Tuesday, October 19, 2021

Can WOC Still Save Your Corporate Culture?

Do you find yourself at work to play a role in delivering a culturally appropriate experience for your colleagues? If not, try picking up a copy of the American Psychological Association’s June 2017 report – A Woman of Color Cannot Save Your Workplace Culture.

The report claims that employers risk alienating talent, consumers, and other key stakeholders. Interestingly, half of the women polled said they were members of racial/ethnic minority groups and may be trying to fit into the rigidly held notion of the norm, referred to as the standard of American workplace culture. The issue of women seeking to fit in should be a powerful lesson for employers to rethink and revise their attitudes and policies.

The survey addressed the inner environment of the workplace, rather than the outside of it. More than 55% of those polled said they thought there were some workplaces that led to “underperformance”, and half said they agreed that diversity, equality, and inclusion was an important element of a successful, inclusive work environment.

As per the article, only 11% of the women polled said they felt accepted in their companies by co-workers or supervisors, and only 2% said that they felt included in their organizations.

A lack of positive relationships formed between managers and employees could lead to higher turnover, low productivity, and distracted employees who are more likely to leave a company. The report makes clear that, “Unlike many social justice and equality issues that initially took on a gender angle, many the core concerns reflected in the gender disparities have gender impacts.”

In regards to the main reasons that women cite for leaving a company, and why they are so often lost at their organizations, the most common reason for employees who leave is that they can’t have an equitable organizational structure: one which works for them as well as their colleagues and customers.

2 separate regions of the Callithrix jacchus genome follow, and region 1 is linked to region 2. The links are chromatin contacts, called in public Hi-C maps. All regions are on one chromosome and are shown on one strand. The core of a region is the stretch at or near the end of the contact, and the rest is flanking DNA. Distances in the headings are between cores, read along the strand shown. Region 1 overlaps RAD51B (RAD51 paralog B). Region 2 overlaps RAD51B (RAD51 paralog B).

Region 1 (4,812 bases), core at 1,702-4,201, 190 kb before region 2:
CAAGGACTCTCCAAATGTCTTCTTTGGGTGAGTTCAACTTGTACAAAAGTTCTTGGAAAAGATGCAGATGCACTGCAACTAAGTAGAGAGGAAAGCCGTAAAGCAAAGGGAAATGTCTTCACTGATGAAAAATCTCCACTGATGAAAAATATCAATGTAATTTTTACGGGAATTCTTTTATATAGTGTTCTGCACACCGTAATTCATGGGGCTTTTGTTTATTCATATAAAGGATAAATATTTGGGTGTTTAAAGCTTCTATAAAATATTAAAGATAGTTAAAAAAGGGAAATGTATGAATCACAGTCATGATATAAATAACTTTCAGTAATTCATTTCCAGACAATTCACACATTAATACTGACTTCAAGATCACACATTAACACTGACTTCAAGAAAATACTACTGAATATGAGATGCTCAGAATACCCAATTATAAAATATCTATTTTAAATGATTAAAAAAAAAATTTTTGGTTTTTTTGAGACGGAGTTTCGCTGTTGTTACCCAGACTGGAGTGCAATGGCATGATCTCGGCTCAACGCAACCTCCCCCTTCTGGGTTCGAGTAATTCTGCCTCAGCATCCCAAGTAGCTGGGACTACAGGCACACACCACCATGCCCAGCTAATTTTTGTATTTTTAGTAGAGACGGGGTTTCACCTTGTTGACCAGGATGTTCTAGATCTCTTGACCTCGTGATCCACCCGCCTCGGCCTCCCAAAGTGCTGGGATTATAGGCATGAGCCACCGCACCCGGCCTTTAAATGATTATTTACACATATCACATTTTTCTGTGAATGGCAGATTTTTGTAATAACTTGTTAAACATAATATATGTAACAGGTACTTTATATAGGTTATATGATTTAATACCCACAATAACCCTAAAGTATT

The next is the fact that there are either a disproportionate number of women or white and male managers, who are not equal in their number or amount of exposure to people of other backgrounds. The third main reason women give is that there is a “tendency to hold the line” in regards to the gender norms and practices.

Finally, the report finds that the percentage of female employees in manufacturing, which employs 80% of women in the U.S., has been decreasing, whereas women’s numbers in the service sector are increasing.

When it comes to workplaces, particularly those in manufacturing, employment experts define an inclusive culture as one which “encourages women to seek equality at work.” For example, women can opt out of manual labor jobs and more toward permanent jobs and careers. In companies, where there are some but not majority of male managers, or even the opposite, the company may set a culture of Inclusion, acknowledging that women are not unique in their careers.

One of the main areas that need improvement in terms of greater diversity in industries that are usually male dominated is the recruitment process. Corporate recruiters need to expand their search beyond white men. One study suggests that 40% of the workforce in manufacturing is female, yet the pay scale of manufacturing employees has historically been lower.

Here in the U.S., companies which are actively promoting workplace equality and integrating women are doing a better job of attracting talent. For example, when General Motors offered a $2,000 bonus for every person that worked at the company, they doubled the response rate.

Another example is what happened with Amazon. This tech giant made a big splash when they began paying women more and finally admitted that many of the issues seen in their industry were the result of historical bias and inequality. This news took on a life of its own in the field. It became not only about women, but about gender and the causes for discrimination.

Regardless of gender, the issue of working conditions, having an equitable workplace, and whether there is enough flexibility is something we are all dealing with today. There are no simple answers. Organizational cultures, even when they work to be inclusive, still operate under certain rules and expectations. There is still a way to go. If and when we can get to the place where all of us are treated equally, we are witnessing a shift in power. This is a step in the right direction.

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